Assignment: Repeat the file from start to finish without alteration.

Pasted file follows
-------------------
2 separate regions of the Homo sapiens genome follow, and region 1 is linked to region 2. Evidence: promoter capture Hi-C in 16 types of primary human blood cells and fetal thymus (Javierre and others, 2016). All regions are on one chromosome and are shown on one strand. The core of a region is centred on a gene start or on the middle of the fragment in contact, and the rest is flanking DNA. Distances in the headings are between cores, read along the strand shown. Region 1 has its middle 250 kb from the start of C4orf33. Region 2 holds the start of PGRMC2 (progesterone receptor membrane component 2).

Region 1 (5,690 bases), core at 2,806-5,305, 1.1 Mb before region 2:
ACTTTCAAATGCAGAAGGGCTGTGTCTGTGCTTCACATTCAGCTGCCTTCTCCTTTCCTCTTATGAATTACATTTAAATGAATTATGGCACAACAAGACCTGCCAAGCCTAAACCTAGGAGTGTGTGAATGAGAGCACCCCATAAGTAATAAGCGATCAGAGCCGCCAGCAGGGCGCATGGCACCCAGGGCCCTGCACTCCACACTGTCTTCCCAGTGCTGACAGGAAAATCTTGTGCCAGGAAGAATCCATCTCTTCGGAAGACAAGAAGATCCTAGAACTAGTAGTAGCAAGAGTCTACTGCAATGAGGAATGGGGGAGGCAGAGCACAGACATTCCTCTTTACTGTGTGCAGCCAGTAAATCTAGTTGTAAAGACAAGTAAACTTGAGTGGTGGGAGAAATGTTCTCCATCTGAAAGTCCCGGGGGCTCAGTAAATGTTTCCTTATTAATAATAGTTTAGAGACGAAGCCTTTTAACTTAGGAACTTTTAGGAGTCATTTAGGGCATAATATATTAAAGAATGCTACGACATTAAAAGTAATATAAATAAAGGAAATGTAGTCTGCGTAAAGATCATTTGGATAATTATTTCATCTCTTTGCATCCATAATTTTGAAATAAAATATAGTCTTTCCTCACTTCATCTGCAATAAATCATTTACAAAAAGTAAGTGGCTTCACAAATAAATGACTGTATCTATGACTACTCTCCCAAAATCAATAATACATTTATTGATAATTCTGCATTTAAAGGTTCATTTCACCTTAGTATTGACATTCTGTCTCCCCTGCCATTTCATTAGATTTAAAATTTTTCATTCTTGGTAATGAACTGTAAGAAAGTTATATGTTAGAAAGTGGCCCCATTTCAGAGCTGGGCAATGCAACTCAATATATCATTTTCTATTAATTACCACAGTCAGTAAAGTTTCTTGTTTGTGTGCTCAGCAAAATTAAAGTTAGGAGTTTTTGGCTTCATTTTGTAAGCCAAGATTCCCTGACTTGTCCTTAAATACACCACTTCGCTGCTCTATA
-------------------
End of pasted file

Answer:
2 separate regions of the Homo sapiens genome follow, and region 1 is linked to region 2. Evidence: promoter capture Hi-C in 16 types of primary human blood cells and fetal thymus (Javierre and others, 2016). All regions are on one chromosome and are shown on one strand. The core of a region is centred on a gene start or on the middle of the fragment in contact, and the rest is flanking DNA. Distances in the headings are between cores, read along the strand shown. Region 1 has its middle 250 kb from the start of C4orf33. Region 2 holds the start of PGRMC2 (progesterone receptor membrane component 2).

Region 1 (5,690 bases), core at 2,806-5,305, 1.1 Mb before region 2:
ACTTTCAAATGCAGAAGGGCTGTGTCTGTGCTTCACATTCAGCTGCCTTCTCCTTTCCTCTTATGAATTACATTTAAATGAATTATGGCACAACAAGACCTGCCAAGCCTAAACCTAGGAGTGTGTGAATGAGAGCACCCCATAAGTAATAAGCGATCAGAGCCGCCAGCAGGGCGCATGGCACCCAGGGCCCTGCACTCCACACTGTCTTCCCAGTGCTGACAGGAAAATCTTGTGCCAGGAAGAATCCATCTCTTCGGAAGACAAGAAGATCCTAGAACTAGTAGTAGCAAGAGTCTACTGCAATGAGGAATGGGGGAGGCAGAGCACAGACATTCCTCTTTACTGTGTGCAGCCAGTAAATCTAGTTGTAAAGACAAGTAAACTTGAGTGGTGGGAGAAATGTTCTCCATCTGAAAGTCCCGGGGGCTCAGTAAATGTTTCCTTATTAATAATAGTTTAGAGACGAAGCCTTTTAACTTAGGAACTTTTAGGAGTCATTTAGGGCATAATATATTAAAGAATGCTACGACATTAAAAGTAATATAAATAAAGGAAATGTAGTCTGCGTAAAGATCATTTGGATAATTATTTCATCTCTTTGCATCCATAATTTTGAAATAAAATATAGTCTTTCCTCACTTCATCTGCAATAAATCATTTACAAAAAGTAAGTGGCTTCACAAATAAATGACTGTATCTATGACTACTCTCCCAAAATCAATAATACATTTATTGATAATTCTGCATTTAAAGGTTCATTTCACCTTAGTATTGACATTCTGTCTCCCCTGCCATTTCATTAGATTTAAAATTTTTCATTCTTGGTAATGAACTGTAAGAAAGTTATATGTTAGAAAGTGGCCCCATTTCAGAGCTGGGCAATGCAACTCAATATATCATTTTCTATTAATTACCACAGTCAGTAAAGTTTCTTGTTTGTGTGCTCAGCAAAATTAAAGTTAGGAGTTTTTGGCTTCATTTTGTAAGCCAAGATTCCCTGACTTGTCCTTAAATACACCACTTCGCTGCTCTATA